Impacts and Echoes
Social and Decision Analytics | National Well-being

Impacts and Echoes: The Lasting Impact of the White House Conference on Food, Nutrition and Health

The 1969 White House Conference on Food, Nutrition, and Health had a lasting influence on the direction of food and nutrition policy in the United States over the past 50 years. The conference produced recommendations leading to federal legislation and programs to alleviate hunger and malnutrition, improve consumers’ nutrition knowledge through education and labeling, and monitor the nutritional status of the US population (Woteki et al. 2020). In October 2019, Dr. Cathie Woteki contributed a keynote speech at the 50th anniversary event convened by Tufts University and Harvard University. To help disseminate these insights to a broader audience, our team collaborated on a paper published in the Annual Review of Nutrition that details the historical relevance of the White House Conference and its lasting impact on food and nutrition policy in the US today. Through the use of historical analysis and computational text analysis, we elaborate how the event influenced our understanding of national well-being through a number of cultural, political, and environmental processes over the latter half of the 20th century.

Findings

A 1969 Conference on Food and Nutrition Resonates Today

Fifty years have passed since the 1969 White House Conference on Food, Nutrition, and Health. Yet, the event's legacy is still shaping our national food and nutrition policies today, especially in preventing hunger and malnutrition for America’s most vulnerable populations. The conference, convened by then-president Nixon, brought together more than 5,000 people from all backgrounds. It became a catalyst for much-needed progress in U.S. policy focused on the food related challenges that plagued millions of Americans. It is the only White House conference of its kind to date.To commemorate the 50th Anniversary of the 1969 White House Conference on Food, Nutrition, and Health, our project:

  • Conducted a rigorous historical analysis of the events’s impact on social, political, scientific, and environmental policies over the past half century.
  • Used computational text analysis to examine the major themes discussed during the 1969 conference proceedings.The results of our analyses are detailed in a forthcoming publication in the Annual Review of Nutrition and our supplementary website.

The results of our analyses are detailed in a forthcoming publication in the Annual Review of Nutrition and our supplementary website.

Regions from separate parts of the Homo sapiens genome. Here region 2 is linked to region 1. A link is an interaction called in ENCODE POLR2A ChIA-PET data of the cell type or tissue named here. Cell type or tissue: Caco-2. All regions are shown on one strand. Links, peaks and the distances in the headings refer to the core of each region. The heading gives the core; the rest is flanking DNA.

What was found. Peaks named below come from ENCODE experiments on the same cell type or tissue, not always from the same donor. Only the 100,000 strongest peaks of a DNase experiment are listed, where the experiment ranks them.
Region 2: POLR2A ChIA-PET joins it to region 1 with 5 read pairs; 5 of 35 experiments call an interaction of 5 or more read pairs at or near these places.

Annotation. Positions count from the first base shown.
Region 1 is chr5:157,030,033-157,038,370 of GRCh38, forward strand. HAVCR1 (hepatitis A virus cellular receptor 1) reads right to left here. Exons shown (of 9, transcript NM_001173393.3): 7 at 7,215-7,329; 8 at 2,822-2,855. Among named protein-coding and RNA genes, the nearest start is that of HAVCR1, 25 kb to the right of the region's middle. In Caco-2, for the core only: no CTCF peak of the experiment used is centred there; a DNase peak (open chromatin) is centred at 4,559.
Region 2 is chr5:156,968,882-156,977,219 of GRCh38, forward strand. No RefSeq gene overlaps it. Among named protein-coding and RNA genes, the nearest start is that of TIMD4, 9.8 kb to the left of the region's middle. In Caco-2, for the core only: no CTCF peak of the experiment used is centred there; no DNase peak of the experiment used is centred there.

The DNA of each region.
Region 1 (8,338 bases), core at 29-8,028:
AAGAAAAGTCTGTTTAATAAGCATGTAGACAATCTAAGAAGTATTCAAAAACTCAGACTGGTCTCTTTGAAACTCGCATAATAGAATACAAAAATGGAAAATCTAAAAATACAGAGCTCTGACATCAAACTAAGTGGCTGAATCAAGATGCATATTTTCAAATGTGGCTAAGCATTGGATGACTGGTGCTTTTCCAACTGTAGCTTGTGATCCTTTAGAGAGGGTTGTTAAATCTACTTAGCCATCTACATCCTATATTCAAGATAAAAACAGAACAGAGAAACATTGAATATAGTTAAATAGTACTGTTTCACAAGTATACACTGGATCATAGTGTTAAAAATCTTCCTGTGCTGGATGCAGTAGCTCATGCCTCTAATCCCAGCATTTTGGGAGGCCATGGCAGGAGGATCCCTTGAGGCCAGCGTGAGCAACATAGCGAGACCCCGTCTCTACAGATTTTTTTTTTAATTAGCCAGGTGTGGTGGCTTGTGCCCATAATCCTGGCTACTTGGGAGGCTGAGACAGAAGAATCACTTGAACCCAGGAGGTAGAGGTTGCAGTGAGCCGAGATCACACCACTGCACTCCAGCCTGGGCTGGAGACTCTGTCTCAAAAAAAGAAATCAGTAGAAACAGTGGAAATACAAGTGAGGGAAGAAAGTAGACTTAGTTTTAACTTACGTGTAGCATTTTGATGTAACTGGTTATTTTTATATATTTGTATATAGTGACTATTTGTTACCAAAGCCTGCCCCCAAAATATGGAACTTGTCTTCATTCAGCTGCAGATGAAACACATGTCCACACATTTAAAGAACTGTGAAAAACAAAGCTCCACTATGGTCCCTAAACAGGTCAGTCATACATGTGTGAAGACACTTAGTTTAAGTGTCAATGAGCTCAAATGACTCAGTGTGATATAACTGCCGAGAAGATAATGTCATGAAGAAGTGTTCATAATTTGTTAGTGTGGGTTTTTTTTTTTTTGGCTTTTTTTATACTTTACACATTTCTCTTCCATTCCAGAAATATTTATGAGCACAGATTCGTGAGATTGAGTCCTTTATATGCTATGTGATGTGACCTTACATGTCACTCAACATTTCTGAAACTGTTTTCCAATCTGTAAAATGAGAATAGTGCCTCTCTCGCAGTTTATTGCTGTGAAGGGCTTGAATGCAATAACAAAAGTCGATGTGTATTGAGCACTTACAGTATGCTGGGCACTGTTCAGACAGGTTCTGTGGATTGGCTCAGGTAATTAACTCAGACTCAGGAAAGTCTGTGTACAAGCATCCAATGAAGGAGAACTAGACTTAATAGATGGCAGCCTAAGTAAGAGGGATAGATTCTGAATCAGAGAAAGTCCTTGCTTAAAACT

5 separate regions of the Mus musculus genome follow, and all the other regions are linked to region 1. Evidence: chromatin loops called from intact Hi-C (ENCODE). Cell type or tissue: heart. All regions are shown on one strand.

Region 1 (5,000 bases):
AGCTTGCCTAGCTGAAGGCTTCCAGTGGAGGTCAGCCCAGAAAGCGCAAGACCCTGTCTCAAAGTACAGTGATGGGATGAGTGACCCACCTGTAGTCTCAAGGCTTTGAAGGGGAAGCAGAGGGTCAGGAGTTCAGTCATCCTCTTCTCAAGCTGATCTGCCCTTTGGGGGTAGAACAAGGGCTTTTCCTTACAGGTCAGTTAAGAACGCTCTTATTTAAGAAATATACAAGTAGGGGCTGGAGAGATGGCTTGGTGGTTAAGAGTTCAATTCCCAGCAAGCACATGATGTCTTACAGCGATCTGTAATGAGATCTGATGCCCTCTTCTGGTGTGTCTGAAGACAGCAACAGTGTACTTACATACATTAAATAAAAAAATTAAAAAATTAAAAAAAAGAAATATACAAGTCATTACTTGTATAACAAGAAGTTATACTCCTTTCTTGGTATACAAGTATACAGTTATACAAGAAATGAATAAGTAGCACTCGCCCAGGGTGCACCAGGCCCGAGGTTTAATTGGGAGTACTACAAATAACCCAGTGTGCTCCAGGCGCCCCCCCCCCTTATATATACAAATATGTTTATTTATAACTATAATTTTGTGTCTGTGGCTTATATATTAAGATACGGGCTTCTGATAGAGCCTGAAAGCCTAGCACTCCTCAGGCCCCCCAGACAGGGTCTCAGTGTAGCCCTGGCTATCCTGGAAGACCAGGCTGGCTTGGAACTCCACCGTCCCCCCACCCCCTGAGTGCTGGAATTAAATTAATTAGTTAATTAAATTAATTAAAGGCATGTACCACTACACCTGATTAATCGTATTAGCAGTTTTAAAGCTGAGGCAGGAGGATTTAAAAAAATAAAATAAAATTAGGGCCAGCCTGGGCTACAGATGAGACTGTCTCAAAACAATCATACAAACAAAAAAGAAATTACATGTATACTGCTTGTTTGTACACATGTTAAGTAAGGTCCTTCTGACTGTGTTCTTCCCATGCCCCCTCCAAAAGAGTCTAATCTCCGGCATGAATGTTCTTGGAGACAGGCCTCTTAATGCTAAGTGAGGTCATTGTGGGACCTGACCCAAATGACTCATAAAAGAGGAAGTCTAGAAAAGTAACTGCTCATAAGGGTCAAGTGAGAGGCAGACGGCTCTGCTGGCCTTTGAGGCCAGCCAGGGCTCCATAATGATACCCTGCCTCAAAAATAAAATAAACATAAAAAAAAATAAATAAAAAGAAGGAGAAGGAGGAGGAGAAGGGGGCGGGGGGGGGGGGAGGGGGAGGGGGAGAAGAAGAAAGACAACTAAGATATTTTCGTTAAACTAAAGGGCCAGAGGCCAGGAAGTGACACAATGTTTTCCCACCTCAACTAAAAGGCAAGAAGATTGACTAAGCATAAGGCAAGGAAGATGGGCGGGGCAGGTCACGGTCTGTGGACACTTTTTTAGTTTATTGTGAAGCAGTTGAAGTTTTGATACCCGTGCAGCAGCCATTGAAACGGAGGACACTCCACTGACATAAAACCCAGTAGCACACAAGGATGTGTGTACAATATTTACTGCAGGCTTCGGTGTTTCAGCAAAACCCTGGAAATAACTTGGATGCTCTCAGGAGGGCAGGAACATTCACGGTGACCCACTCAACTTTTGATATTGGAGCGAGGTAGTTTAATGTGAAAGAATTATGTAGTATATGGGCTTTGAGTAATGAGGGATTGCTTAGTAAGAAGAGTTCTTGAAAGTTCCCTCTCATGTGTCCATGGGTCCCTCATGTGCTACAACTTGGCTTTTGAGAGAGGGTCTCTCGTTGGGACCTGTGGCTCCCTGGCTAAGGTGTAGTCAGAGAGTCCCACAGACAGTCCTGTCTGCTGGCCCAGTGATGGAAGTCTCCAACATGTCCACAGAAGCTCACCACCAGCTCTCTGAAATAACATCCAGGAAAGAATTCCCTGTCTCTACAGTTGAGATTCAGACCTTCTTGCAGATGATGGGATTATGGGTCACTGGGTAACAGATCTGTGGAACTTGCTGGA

Historical Analysis

We investigated the historical impacts of the 1969 White House Conference on Food, Nutrition, and Health played on five broad domains: the social scene, the food environment, the relationship between nutrition and health, the use and availability of public health data, and the overall impact on the conference had on policy initiatives over the latter half of the 20th century. While the first portion of our paper explores the notable cultural events that sparked interest in the conference, the latter half of the publication details what progress has been made in the past 50 years as well as an outline for what steps are still to be taken to address inequities in food, nutrition, and health. For example, we detail how key players in the field of nutrition helped to develop federal legislation and programs that helped to alleviate hunger and malnutrition, improve consumers’ nutrition knowledge through education and labeling, and monitor the nutritional status of the U.S. population for more than 50 years. These policies play a major role in shaping the way we eat today.

Computational Text Analysis

After the 1969 White House Conference on Food, Nutrition, and Health, the committee released a large report that summarized the event’s proceedings. To garner insights into this report, we used computational text analysis to examine how frequently terms in this text were used together. This analysis revealed how major conference themes were linked to concrete policies (i.e. food stamps, school lunch, and health education), governmental institutions (i.e. Departments of Health and Agriculture), and populations across the United States (e.g. American Indians and Puerto Ricans) in the White House Conference report. Not surprisingly, many of the recommendations proposed during the proceedings are still in effect today.

Tools

The results of our historical analysis were documented in a manuscript published in the Annual Review of Nutrition (Woteki et al. 2020) and on its accompanying website:

Publication website:

Woteki CE, Kramer BL, Cohen S, Lancaster VA. (2020). Impacts and Echoes: The Lasting Influence of the White House Conference on Food, Nutrition, and Health. Annual Review of Nutrition, 40.

Project website:

Impacts and Echoes

Team

Visiting Distinguished Institute Professor

Postdoctoral Research Associate

Principal Scientist

Publications
Social and Decision Analytics
Woteki C; Kramer B; Cohen S; Lancaster V . Annual Review of Nutrition. Annual Reviews. 2020; 40:437-461
In the News
Public Health

In 1969, then-President Richard Nixon commissioned the first and only White House Conference on Food, Nutrition, and Health, which became a catalyst for much-needed progress in U.S. policy focused on hunger and malnutrition. What was set in motion over the course of the three-day conference changed the national landscape around food and nutrition policy, and has had lasting impact almost five decades years later.